Henry Talks – cramping

by ercol on August 15, 2012

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Previously Henry took us through the timber machining process – now he moves onto cramping…..The machined parts will go through the sanding department before heading to either the cramping department – if the parts need to be made into a sub-assembly – before going to the stores, or straight into the machined part stores to be ready for when the assembly shop needs them.

Every part is sanded after it has been machined, to either get the part to the required thickness or to smooth off edges and radii.  Most of the parts go through the Tagliabue (or Tag as it’s known on the factory floor), a massive big box with three big sanding belts inside it and a conveyor belt running through it.  This reduces the thickness of the parts to the required dimensions – we buy all the parts a little over-dimension so we can sand out any damage that has occurred in transport to us. Elsewhere in the sanding department there are bobbin sanders for curved edges, belt sanders for straight edges and for making sides flush and pad sanders for larger pieces that can’t go in the Tag.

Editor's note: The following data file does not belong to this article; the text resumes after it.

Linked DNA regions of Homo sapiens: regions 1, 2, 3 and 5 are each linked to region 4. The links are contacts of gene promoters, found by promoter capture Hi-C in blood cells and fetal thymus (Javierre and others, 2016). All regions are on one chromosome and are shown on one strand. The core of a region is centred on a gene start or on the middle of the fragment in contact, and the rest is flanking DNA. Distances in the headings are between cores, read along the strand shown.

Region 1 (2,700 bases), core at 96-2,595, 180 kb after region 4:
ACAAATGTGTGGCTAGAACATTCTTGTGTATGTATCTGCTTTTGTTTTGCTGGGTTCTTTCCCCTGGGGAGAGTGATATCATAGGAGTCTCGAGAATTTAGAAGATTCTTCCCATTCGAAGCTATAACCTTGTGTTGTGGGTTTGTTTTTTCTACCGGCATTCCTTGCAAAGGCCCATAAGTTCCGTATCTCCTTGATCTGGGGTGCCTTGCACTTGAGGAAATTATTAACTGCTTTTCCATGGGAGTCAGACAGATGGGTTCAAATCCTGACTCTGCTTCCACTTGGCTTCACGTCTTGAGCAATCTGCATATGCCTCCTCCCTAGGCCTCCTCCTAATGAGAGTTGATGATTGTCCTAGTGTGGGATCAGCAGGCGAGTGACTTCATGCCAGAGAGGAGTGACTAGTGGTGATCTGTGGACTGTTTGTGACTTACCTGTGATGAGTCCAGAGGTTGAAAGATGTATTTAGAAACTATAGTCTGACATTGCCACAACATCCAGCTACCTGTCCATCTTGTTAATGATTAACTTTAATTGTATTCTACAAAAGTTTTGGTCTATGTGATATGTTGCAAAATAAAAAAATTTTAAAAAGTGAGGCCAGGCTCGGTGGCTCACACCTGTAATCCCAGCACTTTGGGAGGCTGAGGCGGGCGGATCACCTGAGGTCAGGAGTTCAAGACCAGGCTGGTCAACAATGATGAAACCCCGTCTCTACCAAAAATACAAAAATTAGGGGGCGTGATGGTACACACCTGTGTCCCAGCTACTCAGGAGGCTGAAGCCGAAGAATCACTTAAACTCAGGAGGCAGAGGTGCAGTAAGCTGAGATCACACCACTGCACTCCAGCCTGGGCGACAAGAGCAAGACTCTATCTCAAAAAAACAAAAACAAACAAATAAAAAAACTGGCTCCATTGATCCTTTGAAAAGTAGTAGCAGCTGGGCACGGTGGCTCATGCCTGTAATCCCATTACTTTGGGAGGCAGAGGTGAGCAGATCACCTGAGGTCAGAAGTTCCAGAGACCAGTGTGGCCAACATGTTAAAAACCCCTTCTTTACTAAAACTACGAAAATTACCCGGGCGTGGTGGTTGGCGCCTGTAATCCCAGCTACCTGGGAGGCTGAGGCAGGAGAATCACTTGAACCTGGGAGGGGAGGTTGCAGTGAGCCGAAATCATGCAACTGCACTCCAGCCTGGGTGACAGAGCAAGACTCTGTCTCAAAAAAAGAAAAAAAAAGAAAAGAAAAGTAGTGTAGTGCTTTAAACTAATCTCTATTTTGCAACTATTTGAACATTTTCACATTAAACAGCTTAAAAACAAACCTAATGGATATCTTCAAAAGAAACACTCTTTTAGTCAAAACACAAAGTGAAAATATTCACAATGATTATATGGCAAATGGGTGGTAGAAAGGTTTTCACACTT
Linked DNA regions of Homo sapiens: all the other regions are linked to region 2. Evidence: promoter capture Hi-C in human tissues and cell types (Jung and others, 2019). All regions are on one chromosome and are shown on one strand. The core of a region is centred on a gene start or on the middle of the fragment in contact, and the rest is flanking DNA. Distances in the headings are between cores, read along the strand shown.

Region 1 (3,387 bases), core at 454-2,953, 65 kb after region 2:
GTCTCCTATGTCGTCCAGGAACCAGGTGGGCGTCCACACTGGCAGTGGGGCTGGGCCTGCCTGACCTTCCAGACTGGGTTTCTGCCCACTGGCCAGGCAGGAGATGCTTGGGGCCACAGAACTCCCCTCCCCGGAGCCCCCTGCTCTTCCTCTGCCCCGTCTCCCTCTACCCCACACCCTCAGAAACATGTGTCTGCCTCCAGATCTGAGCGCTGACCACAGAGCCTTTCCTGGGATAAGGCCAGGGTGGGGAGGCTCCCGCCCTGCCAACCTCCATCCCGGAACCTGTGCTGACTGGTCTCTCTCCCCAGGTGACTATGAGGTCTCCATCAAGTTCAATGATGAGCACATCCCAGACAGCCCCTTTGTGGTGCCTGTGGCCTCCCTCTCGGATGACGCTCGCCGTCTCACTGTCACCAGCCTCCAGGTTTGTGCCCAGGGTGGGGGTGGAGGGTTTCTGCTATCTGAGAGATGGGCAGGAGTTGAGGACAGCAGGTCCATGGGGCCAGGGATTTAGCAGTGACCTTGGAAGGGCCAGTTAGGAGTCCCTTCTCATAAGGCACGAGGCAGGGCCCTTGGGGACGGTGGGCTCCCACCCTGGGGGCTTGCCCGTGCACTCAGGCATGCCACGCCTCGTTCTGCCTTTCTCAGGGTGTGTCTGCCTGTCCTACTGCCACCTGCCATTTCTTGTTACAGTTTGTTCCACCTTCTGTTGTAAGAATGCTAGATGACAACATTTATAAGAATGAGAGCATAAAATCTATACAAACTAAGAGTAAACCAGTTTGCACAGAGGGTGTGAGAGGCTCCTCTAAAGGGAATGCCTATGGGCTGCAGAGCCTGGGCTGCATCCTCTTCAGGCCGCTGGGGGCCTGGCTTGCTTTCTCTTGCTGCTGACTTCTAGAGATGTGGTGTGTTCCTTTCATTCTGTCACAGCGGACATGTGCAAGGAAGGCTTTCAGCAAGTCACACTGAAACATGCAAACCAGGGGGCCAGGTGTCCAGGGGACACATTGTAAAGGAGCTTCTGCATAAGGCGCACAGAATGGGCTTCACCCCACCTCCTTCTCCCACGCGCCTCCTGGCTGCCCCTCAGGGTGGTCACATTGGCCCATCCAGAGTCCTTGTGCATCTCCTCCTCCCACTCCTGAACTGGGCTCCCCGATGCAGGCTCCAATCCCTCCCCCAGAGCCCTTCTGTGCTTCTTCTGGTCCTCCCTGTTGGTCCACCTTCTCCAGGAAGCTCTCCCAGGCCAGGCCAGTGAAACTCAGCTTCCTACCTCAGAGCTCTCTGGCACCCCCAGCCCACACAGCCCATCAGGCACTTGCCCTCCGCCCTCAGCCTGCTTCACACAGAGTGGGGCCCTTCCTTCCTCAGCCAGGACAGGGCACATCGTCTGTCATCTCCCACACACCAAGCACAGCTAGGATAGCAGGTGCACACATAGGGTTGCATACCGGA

The Cramping department is an integral part of the assembly process. In here, everything that needs to get cramped together before it heads into the stores and sent off to the assembly shop are sub-assembled, like the chair underframe you can see in the pictures.

This is also the point where timber matching is carried out. There is a massive variation in the colours and grain of every piece of wood and this is part of the beauty of natural timber – no two pieces are the same.  However, within this natural variation we seek to ensure an overall look that is pleasing and consistent, whilst still showcasing the natural variability of the timber. So, for example, when we’re making an extending Windsor table which has two outer tops and an a inner leaf we look to obtain a continuation in the colour of the timber and the degree of wildness in the grain, especially if the top will be in a light finish, where this is more visible.

No timber is wasted though – a very dark grained top with an uneven amount of grain and colour works well with one of our darker finishes like Golden Dawn or Fruitwood and so will be selected for tables in these finishes, while a consistently coloured top would be good for a lighter finish like Light, Straw or even Clear.  Every single table top, be it big or small, that passes through the factory is matched, marked and then sent to the stores together so the assembly shop can easily match these tops up to the right orders. This is a job for a very keen and quick eye, and needs to be done in good natural light. While I was working in the area matching up my windsor and artisan tops I really found out just how different the wood colours looked in different types of light.

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